Fig. 2.

Effect of ocular media transmittance on spectral sensitivity in Bufo bufo and Rana temporaria. Blue: blue-sensitive rods; green: green-sensitive rods; red: red-sensitive cones. The individual photoreceptor spectral sensitivities (dashed lines) are from Yovanovich et al. (2017). The corrected spectra (solid lines) are the result of multiplying by the ocular media transmittance curve (black line) for each species (see Table S2 for full datasets).

Fig. 2.

Effect of ocular media transmittance on spectral sensitivity in Bufo bufo and Rana temporaria. Blue: blue-sensitive rods; green: green-sensitive rods; red: red-sensitive cones. The individual photoreceptor spectral sensitivities (dashed lines) are from Yovanovich et al. (2017). The corrected spectra (solid lines) are the result of multiplying by the ocular media transmittance curve (black line) for each species (see Table S2 for full datasets).

All photoreceptors have some sensitivity to UV light, which is noticeably decreased in B. bufo and virtually disappears in R. temporaria, when OMT is incorporated into the sensitivity spectra. Even though these frogs lack photoreceptors with sensitivity maxima in the UV – and thus would not perceive UV as a separate colour even if they had UV-transparent ocular media – the absorption of short-wavelength photons by the ocular media has a considerable impact on the overall quantum catches of all photoreceptors. This is particularly relevant for crepuscular animals, like these and many other frogs, because the spectral composition of light at sunset has a relatively high proportion of shorter wavelengths compared with light composition at other times of the day (Johnsen et al., 2006). Furthermore, in very dim light conditions, in which the visual system functions close to its absolute sensitivity limit, the removal of even a small proportion of photons by the ocular media has the potential to affect performance. In a recent study using phototactic behaviour, R. temporaria showed the remarkable ability to discriminate colours at extremely low light levels using its two different spectral types of highly sensitive rod photoreceptors (Yovanovich et al., 2017). It would thus be interesting to see how the threshold for this ability changes in cases where the visual stimuli have a considerable amount of UV in their spectral composition. This example illustrates the crucial role that the ocular media transmittance can have in setting the limits for visual sensitivity and the need to take it into account when using spectral sensitivity curves to characterise visual stimuli. Additionally, the variation we found between bufonids and ranids showcases the relevance of using transmittance data from species as closely related as possible to the experimental model. In particular, work using other popular amphibian models such as salamanders would benefit from OMT measurements obtained specifically from urodeles. Conversely, the similarity within families suggests that our data can be reliably applied as an approximation for other anuran species commonly used in visual research, such as the bufonids Anaxyrus americanus and Rhinella marina and the ranid Pelophylax ridibundus, among others.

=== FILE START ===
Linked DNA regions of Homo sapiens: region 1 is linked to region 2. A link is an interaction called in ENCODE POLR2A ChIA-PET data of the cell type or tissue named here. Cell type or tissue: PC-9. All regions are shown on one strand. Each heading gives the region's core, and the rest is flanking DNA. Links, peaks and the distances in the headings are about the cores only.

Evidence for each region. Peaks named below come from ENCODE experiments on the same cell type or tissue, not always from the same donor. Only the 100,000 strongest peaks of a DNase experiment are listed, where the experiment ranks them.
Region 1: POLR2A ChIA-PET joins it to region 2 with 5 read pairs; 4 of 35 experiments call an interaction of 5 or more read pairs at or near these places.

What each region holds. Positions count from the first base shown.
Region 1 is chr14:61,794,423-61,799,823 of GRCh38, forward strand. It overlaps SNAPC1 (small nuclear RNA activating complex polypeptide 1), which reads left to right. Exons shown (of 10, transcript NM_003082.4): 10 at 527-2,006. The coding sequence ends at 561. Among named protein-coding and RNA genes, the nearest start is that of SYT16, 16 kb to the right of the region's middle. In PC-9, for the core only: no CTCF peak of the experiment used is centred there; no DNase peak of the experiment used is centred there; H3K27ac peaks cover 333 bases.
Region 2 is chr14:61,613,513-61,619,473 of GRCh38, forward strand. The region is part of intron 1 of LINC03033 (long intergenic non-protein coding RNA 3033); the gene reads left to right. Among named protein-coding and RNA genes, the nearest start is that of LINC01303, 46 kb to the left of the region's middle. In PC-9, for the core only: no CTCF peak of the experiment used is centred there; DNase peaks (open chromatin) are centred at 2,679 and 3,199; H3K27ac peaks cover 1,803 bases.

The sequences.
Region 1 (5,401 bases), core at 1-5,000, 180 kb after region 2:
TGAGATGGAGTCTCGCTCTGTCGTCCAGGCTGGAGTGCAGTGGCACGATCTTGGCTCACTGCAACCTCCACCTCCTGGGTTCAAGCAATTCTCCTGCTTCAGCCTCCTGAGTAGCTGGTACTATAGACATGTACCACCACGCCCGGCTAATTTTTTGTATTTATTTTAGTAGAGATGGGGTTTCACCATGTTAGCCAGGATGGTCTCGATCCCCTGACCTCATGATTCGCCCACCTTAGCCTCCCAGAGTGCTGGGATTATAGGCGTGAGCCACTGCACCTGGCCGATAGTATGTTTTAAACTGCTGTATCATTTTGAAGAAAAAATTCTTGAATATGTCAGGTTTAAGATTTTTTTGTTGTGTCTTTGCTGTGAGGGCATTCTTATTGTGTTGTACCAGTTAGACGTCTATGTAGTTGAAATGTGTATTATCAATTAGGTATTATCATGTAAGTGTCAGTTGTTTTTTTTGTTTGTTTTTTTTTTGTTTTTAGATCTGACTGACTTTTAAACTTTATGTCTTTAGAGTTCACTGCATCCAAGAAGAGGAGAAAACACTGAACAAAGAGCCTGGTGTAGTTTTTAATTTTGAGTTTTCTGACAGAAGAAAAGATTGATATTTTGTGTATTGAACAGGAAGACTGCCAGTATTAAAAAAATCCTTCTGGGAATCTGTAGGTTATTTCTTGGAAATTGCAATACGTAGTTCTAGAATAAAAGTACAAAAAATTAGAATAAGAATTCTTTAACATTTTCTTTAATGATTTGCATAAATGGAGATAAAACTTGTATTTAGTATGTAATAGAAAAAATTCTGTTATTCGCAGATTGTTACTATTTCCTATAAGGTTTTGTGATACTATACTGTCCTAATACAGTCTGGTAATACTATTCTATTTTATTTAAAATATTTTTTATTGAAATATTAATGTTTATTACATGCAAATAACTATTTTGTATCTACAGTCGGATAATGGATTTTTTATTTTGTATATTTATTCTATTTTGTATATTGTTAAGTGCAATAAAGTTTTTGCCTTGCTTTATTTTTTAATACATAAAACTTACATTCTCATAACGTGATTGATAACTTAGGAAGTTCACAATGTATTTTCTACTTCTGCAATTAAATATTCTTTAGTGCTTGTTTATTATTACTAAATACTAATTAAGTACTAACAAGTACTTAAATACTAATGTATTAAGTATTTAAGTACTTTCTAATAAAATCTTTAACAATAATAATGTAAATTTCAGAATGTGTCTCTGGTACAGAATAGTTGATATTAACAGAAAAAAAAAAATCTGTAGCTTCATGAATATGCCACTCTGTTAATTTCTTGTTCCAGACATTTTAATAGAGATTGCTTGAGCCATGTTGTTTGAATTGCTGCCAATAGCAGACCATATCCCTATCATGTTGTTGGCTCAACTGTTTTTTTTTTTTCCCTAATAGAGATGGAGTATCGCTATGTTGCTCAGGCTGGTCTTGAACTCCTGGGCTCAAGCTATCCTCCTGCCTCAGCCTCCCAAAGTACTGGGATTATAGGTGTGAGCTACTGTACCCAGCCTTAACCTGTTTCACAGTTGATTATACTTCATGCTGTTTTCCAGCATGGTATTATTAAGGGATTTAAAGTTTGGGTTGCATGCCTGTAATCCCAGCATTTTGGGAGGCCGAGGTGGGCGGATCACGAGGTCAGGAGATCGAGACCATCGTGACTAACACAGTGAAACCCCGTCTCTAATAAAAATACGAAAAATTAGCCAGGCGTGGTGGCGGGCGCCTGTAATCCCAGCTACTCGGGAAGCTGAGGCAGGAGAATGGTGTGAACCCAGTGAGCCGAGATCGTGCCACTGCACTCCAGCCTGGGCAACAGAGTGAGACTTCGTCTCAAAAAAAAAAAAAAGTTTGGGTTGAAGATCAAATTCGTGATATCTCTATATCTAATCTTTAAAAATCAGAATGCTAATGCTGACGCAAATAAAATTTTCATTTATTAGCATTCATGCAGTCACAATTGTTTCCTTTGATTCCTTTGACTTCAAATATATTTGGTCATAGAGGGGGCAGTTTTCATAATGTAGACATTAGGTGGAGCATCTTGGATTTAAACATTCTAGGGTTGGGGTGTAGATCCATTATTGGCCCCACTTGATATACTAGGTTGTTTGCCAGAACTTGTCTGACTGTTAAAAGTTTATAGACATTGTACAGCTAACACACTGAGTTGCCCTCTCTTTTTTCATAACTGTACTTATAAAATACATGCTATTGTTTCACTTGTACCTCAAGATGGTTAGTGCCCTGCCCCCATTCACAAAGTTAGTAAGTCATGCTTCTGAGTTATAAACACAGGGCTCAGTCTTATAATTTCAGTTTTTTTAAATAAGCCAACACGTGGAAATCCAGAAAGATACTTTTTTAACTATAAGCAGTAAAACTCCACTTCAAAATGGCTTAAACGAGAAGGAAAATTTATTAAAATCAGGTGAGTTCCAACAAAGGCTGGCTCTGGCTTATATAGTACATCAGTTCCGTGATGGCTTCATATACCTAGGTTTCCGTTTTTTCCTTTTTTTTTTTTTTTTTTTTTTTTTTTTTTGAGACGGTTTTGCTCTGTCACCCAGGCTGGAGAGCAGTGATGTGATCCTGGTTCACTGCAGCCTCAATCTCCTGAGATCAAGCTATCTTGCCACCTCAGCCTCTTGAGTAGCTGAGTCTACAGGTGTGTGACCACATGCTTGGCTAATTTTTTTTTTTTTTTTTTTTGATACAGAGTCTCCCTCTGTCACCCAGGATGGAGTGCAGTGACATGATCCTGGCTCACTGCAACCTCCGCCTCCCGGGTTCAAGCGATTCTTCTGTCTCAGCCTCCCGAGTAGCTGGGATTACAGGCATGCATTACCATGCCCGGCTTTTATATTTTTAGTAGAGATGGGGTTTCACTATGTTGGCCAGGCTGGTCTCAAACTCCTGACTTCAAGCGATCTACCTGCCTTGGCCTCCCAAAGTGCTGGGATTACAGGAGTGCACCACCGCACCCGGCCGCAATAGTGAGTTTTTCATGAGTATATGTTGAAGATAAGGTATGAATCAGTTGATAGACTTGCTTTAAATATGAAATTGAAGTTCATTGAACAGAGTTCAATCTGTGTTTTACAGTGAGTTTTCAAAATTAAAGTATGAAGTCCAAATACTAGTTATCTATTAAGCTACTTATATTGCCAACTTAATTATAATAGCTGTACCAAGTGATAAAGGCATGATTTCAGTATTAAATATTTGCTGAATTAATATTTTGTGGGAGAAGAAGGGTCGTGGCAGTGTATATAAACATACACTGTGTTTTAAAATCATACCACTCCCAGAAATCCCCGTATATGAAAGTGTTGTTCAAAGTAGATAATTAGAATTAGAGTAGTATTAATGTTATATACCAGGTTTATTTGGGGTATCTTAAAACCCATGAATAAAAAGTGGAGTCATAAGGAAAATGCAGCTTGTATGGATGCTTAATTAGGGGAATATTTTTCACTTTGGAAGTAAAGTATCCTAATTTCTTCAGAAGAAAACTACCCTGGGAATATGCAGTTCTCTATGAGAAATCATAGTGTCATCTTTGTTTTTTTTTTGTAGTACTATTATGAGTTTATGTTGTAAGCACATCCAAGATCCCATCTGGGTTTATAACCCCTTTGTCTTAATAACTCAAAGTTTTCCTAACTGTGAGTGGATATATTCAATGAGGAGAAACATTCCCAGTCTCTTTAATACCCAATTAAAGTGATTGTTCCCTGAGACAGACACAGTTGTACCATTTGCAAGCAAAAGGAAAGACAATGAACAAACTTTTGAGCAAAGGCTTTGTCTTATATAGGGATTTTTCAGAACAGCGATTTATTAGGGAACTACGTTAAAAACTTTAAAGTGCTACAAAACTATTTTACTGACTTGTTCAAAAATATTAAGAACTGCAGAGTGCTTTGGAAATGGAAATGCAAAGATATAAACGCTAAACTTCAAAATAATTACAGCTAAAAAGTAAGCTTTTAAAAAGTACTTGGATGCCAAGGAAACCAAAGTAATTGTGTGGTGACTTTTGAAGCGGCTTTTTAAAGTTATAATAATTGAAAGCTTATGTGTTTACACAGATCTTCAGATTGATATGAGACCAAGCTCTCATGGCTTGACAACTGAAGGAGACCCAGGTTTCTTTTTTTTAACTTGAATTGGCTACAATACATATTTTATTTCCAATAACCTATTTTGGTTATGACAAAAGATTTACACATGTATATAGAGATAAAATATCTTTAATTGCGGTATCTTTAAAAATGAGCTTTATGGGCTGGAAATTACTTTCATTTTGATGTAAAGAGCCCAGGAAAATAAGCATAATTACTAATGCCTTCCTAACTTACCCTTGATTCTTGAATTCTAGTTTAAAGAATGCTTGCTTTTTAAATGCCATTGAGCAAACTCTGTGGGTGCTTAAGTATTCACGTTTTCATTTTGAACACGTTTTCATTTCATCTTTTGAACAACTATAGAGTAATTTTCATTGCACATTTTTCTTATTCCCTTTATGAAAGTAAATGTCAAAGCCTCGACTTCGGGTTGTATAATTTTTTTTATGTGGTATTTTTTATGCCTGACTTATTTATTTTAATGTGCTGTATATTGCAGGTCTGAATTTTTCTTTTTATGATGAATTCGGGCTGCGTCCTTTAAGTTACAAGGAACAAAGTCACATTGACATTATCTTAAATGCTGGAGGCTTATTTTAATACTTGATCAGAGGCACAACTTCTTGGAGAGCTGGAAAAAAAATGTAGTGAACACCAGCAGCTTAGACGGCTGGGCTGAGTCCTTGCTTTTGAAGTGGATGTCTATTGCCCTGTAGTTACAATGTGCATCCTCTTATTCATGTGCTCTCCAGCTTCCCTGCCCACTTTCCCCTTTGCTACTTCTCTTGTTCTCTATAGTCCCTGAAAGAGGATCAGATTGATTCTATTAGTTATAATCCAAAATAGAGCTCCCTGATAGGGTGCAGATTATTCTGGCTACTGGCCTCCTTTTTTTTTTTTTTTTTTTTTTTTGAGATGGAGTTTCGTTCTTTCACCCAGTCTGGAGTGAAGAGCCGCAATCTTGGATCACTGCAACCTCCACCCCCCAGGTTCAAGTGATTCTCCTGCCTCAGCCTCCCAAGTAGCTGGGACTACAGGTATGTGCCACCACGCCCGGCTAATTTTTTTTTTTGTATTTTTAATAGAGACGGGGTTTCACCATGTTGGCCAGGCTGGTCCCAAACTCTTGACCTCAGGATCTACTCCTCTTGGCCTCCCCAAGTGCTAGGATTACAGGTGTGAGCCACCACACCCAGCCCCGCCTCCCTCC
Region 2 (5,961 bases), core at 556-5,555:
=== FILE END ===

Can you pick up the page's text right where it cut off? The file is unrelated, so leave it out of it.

Acknowledgements

We are grateful to Olle Lind for sharing scripts to streamline data processing, Mindaugas Mitkus and Peter Olsson for technical advice and Michele Pierotti for fruitful discussions on the topic. We also wish to thank the reviewers for their feedback and suggestions that contributed to improve the manuscript.

Footnotes

Author contributions

Conceptualization: C.A.M.Y., T.G., A.K.; Formal analysis: C.A.M.Y., A.K.; Investigation: C.A.M.Y.; Resources: C.A.M.Y.; Writing - original draft: C.A.M.Y.; Writing - review & editing: C.A.M.Y., T.G., A.K.; Visualization: C.A.M.Y.; Supervision: C.A.M.Y., T.G.; Project administration: C.A.M.Y.; Funding acquisition: C.A.M.Y., T.G., A.K.

Funding

This work was supported by the Knut och Alice Wallenbergs Stiftelse (C.A.M.Y. and A.K.), Vetenskapsrådet Swedish Research Links (2014-303-110535-69 to T.G. and A.K.), and São Paulo Research Foundation (FAPESP) (2015/14857-6 to C.A.M.Y. and 2012/10000-5 to T.G.).

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Competing interests

The authors declare no competing or financial interests.

Supplementary information